Joan Lunden was one of the first network anchors to share her three pregnancies with viewers during the 1980’s. Up until that time a pregnant reporter was not a common sight on television. Lunden broke ground at the time by making a point of bringing her newborn babies to work and creating a nursery in her office.
Since then female anchors and reporters have happily shared their pregnancies with viewers – most recently Fox News’ Megyn Kelly and CNN’s Erin Burnett. These on-air talent have been great examples of women who haven’t missed a beat and have successfully been able to have both career and family.
CBS News’ Norah O’Donnell recently told New York Magazine that it is by no means easy but that she is able to do it because of a strong support system at home and at work. I think most female anchors would agree with O’Donnell.
Unfortunately many female producers who comprise that support system can’t say the same. I have noticed time and again when a female producer starts a family she very often ends up leaving her job. It’s a real struggle. Cut backs in the industry have led to long hours and overworked producers. Twelve hour days in broadcast news are now the norm rather than the exception.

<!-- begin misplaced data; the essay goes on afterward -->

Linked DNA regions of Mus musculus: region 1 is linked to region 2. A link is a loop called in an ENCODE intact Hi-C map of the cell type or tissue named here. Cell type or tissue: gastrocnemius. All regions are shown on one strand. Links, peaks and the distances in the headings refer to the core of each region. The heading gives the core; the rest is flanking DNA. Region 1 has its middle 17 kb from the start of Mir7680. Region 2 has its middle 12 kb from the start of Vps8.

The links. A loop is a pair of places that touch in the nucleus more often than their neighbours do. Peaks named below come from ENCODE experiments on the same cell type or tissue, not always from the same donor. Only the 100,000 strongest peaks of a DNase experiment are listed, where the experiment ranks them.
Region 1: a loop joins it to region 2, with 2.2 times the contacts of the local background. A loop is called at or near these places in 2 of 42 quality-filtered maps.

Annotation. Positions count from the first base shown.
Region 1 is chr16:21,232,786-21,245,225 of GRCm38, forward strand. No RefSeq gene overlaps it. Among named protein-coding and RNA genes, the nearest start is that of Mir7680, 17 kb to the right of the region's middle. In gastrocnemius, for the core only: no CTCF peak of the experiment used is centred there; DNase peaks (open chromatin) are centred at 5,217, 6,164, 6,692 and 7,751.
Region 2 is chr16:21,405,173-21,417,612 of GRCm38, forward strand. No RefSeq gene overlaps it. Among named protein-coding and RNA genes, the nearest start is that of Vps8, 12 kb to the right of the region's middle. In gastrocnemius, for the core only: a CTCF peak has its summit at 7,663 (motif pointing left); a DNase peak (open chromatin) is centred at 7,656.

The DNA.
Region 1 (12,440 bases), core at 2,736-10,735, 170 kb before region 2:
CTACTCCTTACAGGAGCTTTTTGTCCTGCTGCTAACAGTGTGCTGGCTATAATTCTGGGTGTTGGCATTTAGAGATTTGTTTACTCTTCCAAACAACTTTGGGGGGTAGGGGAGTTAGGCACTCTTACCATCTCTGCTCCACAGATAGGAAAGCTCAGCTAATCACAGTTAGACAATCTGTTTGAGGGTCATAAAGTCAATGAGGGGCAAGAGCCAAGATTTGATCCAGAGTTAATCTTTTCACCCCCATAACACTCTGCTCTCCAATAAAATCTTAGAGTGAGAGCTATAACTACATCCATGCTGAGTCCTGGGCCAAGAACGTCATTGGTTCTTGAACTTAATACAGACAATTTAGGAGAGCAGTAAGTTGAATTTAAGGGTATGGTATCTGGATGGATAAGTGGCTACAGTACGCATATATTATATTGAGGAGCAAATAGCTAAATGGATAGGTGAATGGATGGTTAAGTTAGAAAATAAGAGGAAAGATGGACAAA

A pregnant producer friend and colleague recently had to take time off because the long days and stress are affecting her health. I’ve seen other female colleagues leave the industry for jobs outside of television before they even start a family because they see how difficult it is to be a producer while raising children. Sheryl Sandberg addresses this issue of women stepping back from their careers prior to having children in her book “Lean In”.
Look around any news room and you’ll see many women in their twenties but as you look for women in their thirties and forties the numbers significantly dwindle. This is unfortunate not just for these women but for the industry as a whole. Their voices, ideas and life experiences are missing from the stories covered each day. We need to find a way to support these women too.